[Thanks to Wendel Rosen environmental attorney Wendy Manley for this post.]
State Water Quality Permit
In 2017, the State Water Resources Control Board (State Board) issued a general permit for all cannabis cultivation to protect water quality (State Permit). Cannabis cultivation is broadly defined as “any activity involving or necessary for the planting, growing, pruning, harvesting, drying, curing, or trimming of cannabis,” including water diversions, preparing a cultivation site, or activities otherwise to support cannabis cultivation, and which discharge or could discharge waste to waters of the state. “Waste” includes any kind of pollutant that might reach surface waters or groundwater, such as nutrients in irrigation tail water and hydroponic wastewater. The State Permit is potentially far reaching, to include even indoor operations unless they meet certain conditions and file for a Waiver. See the State Permit here.
To be “Conditionally Exempt,” an indoor cannabis operation must occur in a structure with a permanent roof and a permanent, relatively impermeable floor (e.g., concrete or asphalt); discharge all wastewaters to the sanitary sewer in accordance with sanitary sewer system requirements; and implement “best practical treatment or control” measures or “BPTC,” which consist of numerous restrictions and express requirements for cultivation site development, fertilizer and pesticide use, activities in and around riparian areas and wetlands, water storage and conservation, among other things. Conditionally Exempt dischargers are also required to obtain the “Waiver.” In other words, “Conditionally Exempt” doesn’t mean you don’t have to do anything.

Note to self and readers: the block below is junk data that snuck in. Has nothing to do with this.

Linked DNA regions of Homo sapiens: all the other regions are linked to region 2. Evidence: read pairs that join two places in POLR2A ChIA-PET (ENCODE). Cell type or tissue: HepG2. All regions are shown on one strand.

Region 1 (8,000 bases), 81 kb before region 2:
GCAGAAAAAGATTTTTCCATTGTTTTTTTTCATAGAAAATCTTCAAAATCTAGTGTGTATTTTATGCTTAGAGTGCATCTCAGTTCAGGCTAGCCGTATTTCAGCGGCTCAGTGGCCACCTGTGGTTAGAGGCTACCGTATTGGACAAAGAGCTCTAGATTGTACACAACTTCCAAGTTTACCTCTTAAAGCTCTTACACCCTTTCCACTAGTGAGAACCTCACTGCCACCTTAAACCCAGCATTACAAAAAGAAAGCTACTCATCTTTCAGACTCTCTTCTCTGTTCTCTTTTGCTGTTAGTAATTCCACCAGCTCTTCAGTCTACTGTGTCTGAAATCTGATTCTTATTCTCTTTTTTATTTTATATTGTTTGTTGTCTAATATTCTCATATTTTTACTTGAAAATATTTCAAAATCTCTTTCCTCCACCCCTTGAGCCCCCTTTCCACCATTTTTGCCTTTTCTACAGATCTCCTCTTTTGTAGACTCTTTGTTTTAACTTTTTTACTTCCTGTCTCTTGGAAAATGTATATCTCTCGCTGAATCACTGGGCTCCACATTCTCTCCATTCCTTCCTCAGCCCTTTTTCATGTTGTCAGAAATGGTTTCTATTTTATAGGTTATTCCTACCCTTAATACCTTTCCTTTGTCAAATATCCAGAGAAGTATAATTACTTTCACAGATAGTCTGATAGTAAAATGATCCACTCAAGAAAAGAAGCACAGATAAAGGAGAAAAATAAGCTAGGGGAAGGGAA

Outdoor cultivators who do not qualify for a Waiver as Conditionally Exempt are designated as either “Tier 1” (operations disturbing 2,000 square feet to one acre (43,560 square feet), or “Tier 2” (cultivating outdoors on more than one acre. In addition to BPTC, permittees must implement a monitoring and reporting program.
Everyone in Cannabis cultivation, including indoor operators, should determine how the State Permit may affect their operations. Those planning to establish a new growing operation should examine the State Permit as early as possible, since site development and road building are subject to the State Permit, and there are numerous opportunities to organize the operation to minimize the costs and complications of implementing the BPTC measures. Those subject to the regional permits issued by the North Coast and Central Valley Regional Water Boards are expected to be transitioned to the State Permit this year.
Staff from the State Water Board will be available to describe the program and assist cultivators with permit applications and questions in two upcoming workshops co-hosted with other entities with oversight of the cannabis industry, including Cal Fish and Wildlife, Cal Department of Food and Agriculture CalCannabis, local planning departments, and CalFire. The workshops are in Laytonville March 26 (Mendocino County) and in Clearlake March 13 (Lake County).
The State Permit is only one piece of the complex regulatory puzzle. For example, conditionally exempt cultivators may still need to apply for a water right to divert and use water.